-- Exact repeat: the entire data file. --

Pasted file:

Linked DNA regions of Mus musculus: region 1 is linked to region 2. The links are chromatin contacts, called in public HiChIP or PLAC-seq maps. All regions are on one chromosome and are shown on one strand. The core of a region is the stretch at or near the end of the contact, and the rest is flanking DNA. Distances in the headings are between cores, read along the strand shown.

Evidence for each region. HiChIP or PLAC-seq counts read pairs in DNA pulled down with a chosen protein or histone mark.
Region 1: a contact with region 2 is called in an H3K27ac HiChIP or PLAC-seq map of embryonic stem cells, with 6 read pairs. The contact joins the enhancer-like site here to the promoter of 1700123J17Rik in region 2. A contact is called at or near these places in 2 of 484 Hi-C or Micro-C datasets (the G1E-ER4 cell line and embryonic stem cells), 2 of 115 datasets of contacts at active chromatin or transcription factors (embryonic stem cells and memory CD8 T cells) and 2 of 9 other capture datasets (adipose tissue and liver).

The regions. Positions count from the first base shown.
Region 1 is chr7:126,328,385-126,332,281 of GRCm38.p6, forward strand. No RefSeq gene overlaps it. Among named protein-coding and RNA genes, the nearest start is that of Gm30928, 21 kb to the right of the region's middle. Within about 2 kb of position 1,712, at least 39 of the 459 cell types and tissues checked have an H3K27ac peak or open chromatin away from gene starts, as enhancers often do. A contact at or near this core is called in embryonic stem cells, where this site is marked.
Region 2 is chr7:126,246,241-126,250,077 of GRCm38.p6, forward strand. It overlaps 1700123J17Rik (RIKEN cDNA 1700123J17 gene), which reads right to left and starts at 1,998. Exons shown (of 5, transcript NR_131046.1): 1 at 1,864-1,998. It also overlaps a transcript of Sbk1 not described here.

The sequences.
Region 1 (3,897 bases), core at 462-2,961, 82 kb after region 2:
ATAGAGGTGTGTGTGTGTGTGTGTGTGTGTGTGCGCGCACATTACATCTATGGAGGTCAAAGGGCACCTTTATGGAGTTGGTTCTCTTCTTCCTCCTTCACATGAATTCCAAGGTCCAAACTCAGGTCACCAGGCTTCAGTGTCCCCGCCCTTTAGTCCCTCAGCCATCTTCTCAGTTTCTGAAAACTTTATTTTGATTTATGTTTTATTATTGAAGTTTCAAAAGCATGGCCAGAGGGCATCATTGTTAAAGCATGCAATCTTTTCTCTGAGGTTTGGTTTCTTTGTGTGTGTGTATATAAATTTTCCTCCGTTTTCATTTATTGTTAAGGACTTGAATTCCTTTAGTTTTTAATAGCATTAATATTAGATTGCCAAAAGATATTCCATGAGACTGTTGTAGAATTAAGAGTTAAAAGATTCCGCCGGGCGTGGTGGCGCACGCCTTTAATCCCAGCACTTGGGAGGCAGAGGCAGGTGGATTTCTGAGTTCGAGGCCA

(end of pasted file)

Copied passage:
Linked DNA regions of Mus musculus: region 1 is linked to region 2. The links are chromatin contacts, called in public HiChIP or PLAC-seq maps. All regions are on one chromosome and are shown on one strand. The core of a region is the stretch at or near the end of the contact, and the rest is flanking DNA. Distances in the headings are between cores, read along the strand shown.

Evidence for each region. HiChIP or PLAC-seq counts read pairs in DNA pulled down with a chosen protein or histone mark.
Region 1: a contact with region 2 is called in an H3K27ac HiChIP or PLAC-seq map of embryonic stem cells, with 6 read pairs. The contact joins the enhancer-like site here to the promoter of 1700123J17Rik in region 2. A contact is called at or near these places in 2 of 484 Hi-C or Micro-C datasets (the G1E-ER4 cell line and embryonic stem cells), 2 of 115 datasets of contacts at active chromatin or transcription factors (embryonic stem cells and memory CD8 T cells) and 2 of 9 other capture datasets (adipose tissue and liver).

The regions. Positions count from the first base shown.
Region 1 is chr7:126,328,385-126,332,281 of GRCm38.p6, forward strand. No RefSeq gene overlaps it. Among named protein-coding and RNA genes, the nearest start is that of Gm30928, 21 kb to the right of the region's middle. Within about 2 kb of position 1,712, at least 39 of the 459 cell types and tissues checked have an H3K27ac peak or open chromatin away from gene starts, as enhancers often do. A contact at or near this core is called in embryonic stem cells, where this site is marked.
Region 2 is chr7:126,246,241-126,250,077 of GRCm38.p6, forward strand. It overlaps 1700123J17Rik (RIKEN cDNA 1700123J17 gene), which reads right to left and starts at 1,998. Exons shown (of 5, transcript NR_131046.1): 1 at 1,864-1,998. It also overlaps a transcript of Sbk1 not described here.

The sequences.
Region 1 (3,897 bases), core at 462-2,961, 82 kb after region 2:
ATAGAGGTGTGTGTGTGTGTGTGTGTGTGTGTGCGCGCACATTACATCTATGGAGGTCAAAGGGCACCTTTATGGAGTTGGTTCTCTTCTTCCTCCTTCACATGAATTCCAAGGTCCAAACTCAGGTCACCAGGCTTCAGTGTCCCCGCCCTTTAGTCCCTCAGCCATCTTCTCAGTTTCTGAAAACTTTATTTTGATTTATGTTTTATTATTGAAGTTTCAAAAGCATGGCCAGAGGGCATCATTGTTAAAGCATGCAATCTTTTCTCTGAGGTTTGGTTTCTTTGTGTGTGTGTATATAAATTTTCCTCCGTTTTCATTTATTGTTAAGGACTTGAATTCCTTTAGTTTTTAATAGCATTAATATTAGATTGCCAAAAGATATTCCATGAGACTGTTGTAGAATTAAGAGTTAAAAGATTCCGCCGGGCGTGGTGGCGCACGCCTTTAATCCCAGCACTTGGGAGGCAGAGGCAGGTGGATTTCTGAGTTCGAGGCCA